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Conventional parenting wisdom tells us to drive the fear of talking to strangers into our kids. Is this at all harmful though? Is there any adverse impact to a child's social development by doing this? How can you balance safety against fear?

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Additional reading, "The Kindness of Strangers" by Bruce Schneider: online.wsj.com/article/SB123567809587886053.html –  user548 May 3 '11 at 2:45

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up vote 9 down vote accepted

This answer isn't really about social development, but does offer other reasons for choosing a different method to talk about this with your kids. Apparently, "don't talk to strangers" can be harmful, though not necessarily in the way you are asking.

According to my Dad (police officer), John Walsh - of the National Center for Missing and Exploited Children (Much bigger credibility than my dad right?) and Leonore Skenazy (writer of Free Range Kids), there are three problems with "don't talk to strangers":

  1. It is easy for a "stranger" to trick a child into believing the stranger is NOT a stranger. Time and time again kids go off with these strangers anyway. They really don't seem to "get it" on the whole.
  2. When kids are separated in busy places from parents or guardians and actually need help, they have to rely on strangers to get the help they need. When told never to talk to strangers, they don't know how to successfully obtain appropriate help. There may be even more serious times when your child will require the help of a stranger to stay safe or get out of trouble. Car accident and you've been badly hurt and your child needs to be cared for by the person that pulls over and calls 911 while uniformed officers and paramedics arrive, after a natural disaster, or even just at the park when he falls from the swings and a stranger gets there just a bit quicker than you. . .
  3. Most children that are abducted or molested, are made victims by people they actually do know, so the rule "don't talk to strangers Does Not Help These Other Kids too."

Instead, Teach your kids about "tricky people." Kids should know that adults will never need their help so urgently that mom, dad or another trusted and well known adult can't be retrieved as part of the helping. Teach them never to GO anywhere with a stranger. Ever - even just to the other side of a tree where you cannot see.

Teach your kids how to get attention. If a stranger is trying to convince a child to go somewhere with them, or keep a secret from mom and dad the child should know how to say Very Loudly, "I AM NOT SUPPOSED TO KEEP SECRETS FROM MY PARENTS OR GO ANYWHERE WITH STRANGERS EVER!" and if that doesn't attract enough attention to start screaming, "NO, Help He is NOT MY DAD! HELP! NO!"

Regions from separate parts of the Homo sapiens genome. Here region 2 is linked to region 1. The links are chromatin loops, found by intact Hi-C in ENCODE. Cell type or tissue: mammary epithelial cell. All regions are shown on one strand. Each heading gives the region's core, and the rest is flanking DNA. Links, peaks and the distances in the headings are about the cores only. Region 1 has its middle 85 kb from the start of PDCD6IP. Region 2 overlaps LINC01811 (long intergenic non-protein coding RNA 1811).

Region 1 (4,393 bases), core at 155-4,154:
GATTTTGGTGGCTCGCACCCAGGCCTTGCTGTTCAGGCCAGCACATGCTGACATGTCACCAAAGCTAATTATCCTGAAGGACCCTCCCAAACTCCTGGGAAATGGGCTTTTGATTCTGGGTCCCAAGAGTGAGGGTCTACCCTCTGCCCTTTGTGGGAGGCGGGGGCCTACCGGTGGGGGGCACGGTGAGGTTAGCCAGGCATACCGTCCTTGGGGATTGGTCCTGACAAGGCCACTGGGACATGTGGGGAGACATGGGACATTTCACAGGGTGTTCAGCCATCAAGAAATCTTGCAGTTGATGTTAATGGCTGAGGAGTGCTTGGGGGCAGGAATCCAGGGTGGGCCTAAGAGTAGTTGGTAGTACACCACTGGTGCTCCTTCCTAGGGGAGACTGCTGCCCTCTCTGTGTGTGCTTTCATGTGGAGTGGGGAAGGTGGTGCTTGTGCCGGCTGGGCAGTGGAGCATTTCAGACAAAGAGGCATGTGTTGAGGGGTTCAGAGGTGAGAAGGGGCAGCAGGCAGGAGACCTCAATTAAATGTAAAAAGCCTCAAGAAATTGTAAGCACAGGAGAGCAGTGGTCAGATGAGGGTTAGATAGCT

Teach your kids the kinds of "tricks" tricky people will use. An adult does not need your help to find his dog so urgently that you can't go home and also enlist the help of mom. An adult approaching you is more likely to be a "tricky" one than an adult the child approaches. . .

Teach your kids what to do if they become separated from you in crowded locations - find a mother that has OTHER children with her and ask that person for help finding mom or dad. Teach the child that mother's job is to help flag down an official to make announcements and otherwise stay put with with the child, not to GO somewhere.

Teach your kids to discuss their private parts using proper terminology. If your child then comes to you referring to her labia and vagina (terms which almost no one will ever use with a child) as her muffin, cupcake, etc. You can ask who taught her that name (I'm sure you understand how to adjust this for little boys). This helps keep you alert if someone is hurting your child.

Teach your kids to trust themselves. Don't force them to give hugs - even to family members. If uncle so and so does something that they don't like, they should know that NO MATTER WHAT - even if Uncle So and so says to keep it a secret, you need to know.

For More detailed information about why "Stranger Danger" doesn't work and what to do instead, check out this article from The National Center for Missing and Exploited Children.

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A child has to be of a certain age to determine what's a "Qualified Stranger", that you can TALK to, even though, never to accompany. Till then, "don't talk to strangers" works well I think. we all grew up on that rule, and still find ourselves talking to strangers in bars or parties as adults...

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I don't quite agree that we all grew up with it, and I don't quite agree that we all find ourselves talking to strangers. Perhaps different children with different personality types or social disorders might be much more greatly impacted by instilled social fears. –  Javid Jamae Apr 26 '11 at 18:15

Don't talk to strangers is not harmful in my opinion, because children get plenty of interactions with adults they know, and that interaction should adequately cover their development needs.

My parents were quite clear to me about this idea, at least from the age of around four if I remember correctly. Their definition:

A stranger is anyone who I don't know, and especially one that is offering me anything.

In special situations (being lost in the mall, or similar) I was allowed to address strangers (especially anyone wearing a uniform), but generally not the other way round.